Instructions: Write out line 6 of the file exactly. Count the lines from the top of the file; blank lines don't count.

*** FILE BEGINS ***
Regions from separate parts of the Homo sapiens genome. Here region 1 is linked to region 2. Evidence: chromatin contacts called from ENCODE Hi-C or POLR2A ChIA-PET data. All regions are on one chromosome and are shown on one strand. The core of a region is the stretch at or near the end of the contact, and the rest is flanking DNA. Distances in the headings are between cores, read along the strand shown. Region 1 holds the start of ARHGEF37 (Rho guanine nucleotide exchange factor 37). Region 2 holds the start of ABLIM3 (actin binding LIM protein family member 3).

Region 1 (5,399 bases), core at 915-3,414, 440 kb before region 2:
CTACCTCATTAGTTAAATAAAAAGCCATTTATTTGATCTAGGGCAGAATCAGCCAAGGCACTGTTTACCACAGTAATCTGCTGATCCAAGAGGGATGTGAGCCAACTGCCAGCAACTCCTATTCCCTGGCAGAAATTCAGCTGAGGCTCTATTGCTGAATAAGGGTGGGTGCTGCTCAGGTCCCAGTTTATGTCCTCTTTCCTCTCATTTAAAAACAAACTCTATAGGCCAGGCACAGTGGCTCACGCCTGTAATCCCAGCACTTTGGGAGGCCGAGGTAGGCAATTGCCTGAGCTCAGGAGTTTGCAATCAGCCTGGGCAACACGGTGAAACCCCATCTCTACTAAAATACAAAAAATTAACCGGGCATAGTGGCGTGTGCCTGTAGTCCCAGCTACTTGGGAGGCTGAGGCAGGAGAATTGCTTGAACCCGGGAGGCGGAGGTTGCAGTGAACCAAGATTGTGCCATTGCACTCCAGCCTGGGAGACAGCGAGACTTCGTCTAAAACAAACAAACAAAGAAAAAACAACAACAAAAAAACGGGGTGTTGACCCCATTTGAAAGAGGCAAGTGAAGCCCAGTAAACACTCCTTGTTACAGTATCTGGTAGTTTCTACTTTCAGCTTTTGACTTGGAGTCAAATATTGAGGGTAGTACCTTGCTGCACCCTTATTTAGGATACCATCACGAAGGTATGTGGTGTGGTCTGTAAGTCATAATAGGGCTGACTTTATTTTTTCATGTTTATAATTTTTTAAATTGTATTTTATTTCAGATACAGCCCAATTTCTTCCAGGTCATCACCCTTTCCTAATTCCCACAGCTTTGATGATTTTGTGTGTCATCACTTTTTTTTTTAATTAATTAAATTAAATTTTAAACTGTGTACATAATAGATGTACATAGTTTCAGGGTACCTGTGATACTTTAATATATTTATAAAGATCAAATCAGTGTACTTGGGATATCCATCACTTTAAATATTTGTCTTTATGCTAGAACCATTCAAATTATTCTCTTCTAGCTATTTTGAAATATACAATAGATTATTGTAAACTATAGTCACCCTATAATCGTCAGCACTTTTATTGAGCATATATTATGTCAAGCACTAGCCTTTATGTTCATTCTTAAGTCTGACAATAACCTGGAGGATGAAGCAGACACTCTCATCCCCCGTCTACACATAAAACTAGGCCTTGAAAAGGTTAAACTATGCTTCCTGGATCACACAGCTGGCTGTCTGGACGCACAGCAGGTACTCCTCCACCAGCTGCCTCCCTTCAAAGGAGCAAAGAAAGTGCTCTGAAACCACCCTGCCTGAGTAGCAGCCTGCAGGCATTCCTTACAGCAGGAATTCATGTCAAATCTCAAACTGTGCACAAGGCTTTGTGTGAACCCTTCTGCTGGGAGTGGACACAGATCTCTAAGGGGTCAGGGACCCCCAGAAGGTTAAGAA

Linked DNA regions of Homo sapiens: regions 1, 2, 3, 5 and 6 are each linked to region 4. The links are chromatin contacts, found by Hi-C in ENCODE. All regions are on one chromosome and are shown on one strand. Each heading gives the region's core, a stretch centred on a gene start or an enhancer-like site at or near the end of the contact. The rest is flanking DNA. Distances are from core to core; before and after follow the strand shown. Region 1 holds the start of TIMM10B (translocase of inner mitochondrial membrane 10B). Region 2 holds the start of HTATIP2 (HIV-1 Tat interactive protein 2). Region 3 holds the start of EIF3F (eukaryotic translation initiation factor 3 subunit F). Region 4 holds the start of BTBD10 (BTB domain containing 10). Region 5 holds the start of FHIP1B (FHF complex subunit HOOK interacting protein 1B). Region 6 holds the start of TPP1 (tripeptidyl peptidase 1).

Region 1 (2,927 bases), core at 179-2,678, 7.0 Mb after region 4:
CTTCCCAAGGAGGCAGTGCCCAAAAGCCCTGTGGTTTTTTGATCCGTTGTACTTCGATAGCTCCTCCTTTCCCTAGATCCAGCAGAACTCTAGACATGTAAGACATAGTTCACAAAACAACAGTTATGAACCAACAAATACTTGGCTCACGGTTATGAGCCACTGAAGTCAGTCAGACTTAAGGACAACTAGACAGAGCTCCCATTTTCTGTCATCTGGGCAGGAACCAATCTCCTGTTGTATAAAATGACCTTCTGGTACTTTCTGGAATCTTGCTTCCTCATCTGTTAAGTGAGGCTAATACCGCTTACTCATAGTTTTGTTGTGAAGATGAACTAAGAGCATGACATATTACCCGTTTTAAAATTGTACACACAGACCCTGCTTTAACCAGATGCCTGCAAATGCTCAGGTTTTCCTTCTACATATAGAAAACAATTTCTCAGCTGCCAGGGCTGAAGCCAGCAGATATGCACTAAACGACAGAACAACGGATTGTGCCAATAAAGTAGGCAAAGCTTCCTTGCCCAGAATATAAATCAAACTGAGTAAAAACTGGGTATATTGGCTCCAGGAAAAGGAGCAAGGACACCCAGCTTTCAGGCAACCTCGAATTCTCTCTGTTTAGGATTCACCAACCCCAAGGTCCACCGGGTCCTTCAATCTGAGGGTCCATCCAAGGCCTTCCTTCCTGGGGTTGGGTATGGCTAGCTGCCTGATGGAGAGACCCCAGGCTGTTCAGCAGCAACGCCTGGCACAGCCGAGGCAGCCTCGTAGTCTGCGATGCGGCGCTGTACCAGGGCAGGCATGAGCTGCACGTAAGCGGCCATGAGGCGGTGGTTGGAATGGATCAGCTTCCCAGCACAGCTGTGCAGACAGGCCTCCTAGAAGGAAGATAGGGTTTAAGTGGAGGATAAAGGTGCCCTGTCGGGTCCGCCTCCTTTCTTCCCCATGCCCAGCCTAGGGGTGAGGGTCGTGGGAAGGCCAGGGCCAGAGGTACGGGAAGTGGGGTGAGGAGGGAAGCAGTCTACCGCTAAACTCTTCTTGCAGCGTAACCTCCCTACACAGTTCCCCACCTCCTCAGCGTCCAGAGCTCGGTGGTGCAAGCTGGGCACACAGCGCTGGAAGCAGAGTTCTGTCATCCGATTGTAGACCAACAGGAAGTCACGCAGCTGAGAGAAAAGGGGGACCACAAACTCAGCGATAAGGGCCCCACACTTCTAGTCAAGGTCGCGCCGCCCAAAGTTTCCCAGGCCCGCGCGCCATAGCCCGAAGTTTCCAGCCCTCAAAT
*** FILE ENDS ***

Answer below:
CTTCCCAAGGAGGCAGTGCCCAAAAGCCCTGTGGTTTTTTGATCCGTTGTACTTCGATAGCTCCTCCTTTCCCTAGATCCAGCAGAACTCTAGACATGTAAGACATAGTTCACAAAACAACAGTTATGAACCAACAAATACTTGGCTCACGGTTATGAGCCACTGAAGTCAGTCAGACTTAAGGACAACTAGACAGAGCTCCCATTTTCTGTCATCTGGGCAGGAACCAATCTCCTGTTGTATAAAATGACCTTCTGGTACTTTCTGGAATCTTGCTTCCTCATCTGTTAAGTGAGGCTAATACCGCTTACTCATAGTTTTGTTGTGAAGATGAACTAAGAGCATGACATATTACCCGTTTTAAAATTGTACACACAGACCCTGCTTTAACCAGATGCCTGCAAATGCTCAGGTTTTCCTTCTACATATAGAAAACAATTTCTCAGCTGCCAGGGCTGAAGCCAGCAGATATGCACTAAACGACAGAACAACGGATTGTGCCAATAAAGTAGGCAAAGCTTCCTTGCCCAGAATATAAATCAAACTGAGTAAAAACTGGGTATATTGGCTCCAGGAAAAGGAGCAAGGACACCCAGCTTTCAGGCAACCTCGAATTCTCTCTGTTTAGGATTCACCAACCCCAAGGTCCACCGGGTCCTTCAATCTGAGGGTCCATCCAAGGCCTTCCTTCCTGGGGTTGGGTATGGCTAGCTGCCTGATGGAGAGACCCCAGGCTGTTCAGCAGCAACGCCTGGCACAGCCGAGGCAGCCTCGTAGTCTGCGATGCGGCGCTGTACCAGGGCAGGCATGAGCTGCACGTAAGCGGCCATGAGGCGGTGGTTGGAATGGATCAGCTTCCCAGCACAGCTGTGCAGACAGGCCTCCTAGAAGGAAGATAGGGTTTAAGTGGAGGATAAAGGTGCCCTGTCGGGTCCGCCTCCTTTCTTCCCCATGCCCAGCCTAGGGGTGAGGGTCGTGGGAAGGCCAGGGCCAGAGGTACGGGAAGTGGGGTGAGGAGGGAAGCAGTCTACCGCTAAACTCTTCTTGCAGCGTAACCTCCCTACACAGTTCCCCACCTCCTCAGCGTCCAGAGCTCGGTGGTGCAAGCTGGGCACACAGCGCTGGAAGCAGAGTTCTGTCATCCGATTGTAGACCAACAGGAAGTCACGCAGCTGAGAGAAAAGGGGGACCACAAACTCAGCGATAAGGGCCCCACACTTCTAGTCAAGGTCGCGCCGCCCAAAGTTTCCCAGGCCCGCGCGCCATAGCCCGAAGTTTCCAGCCCTCAAAT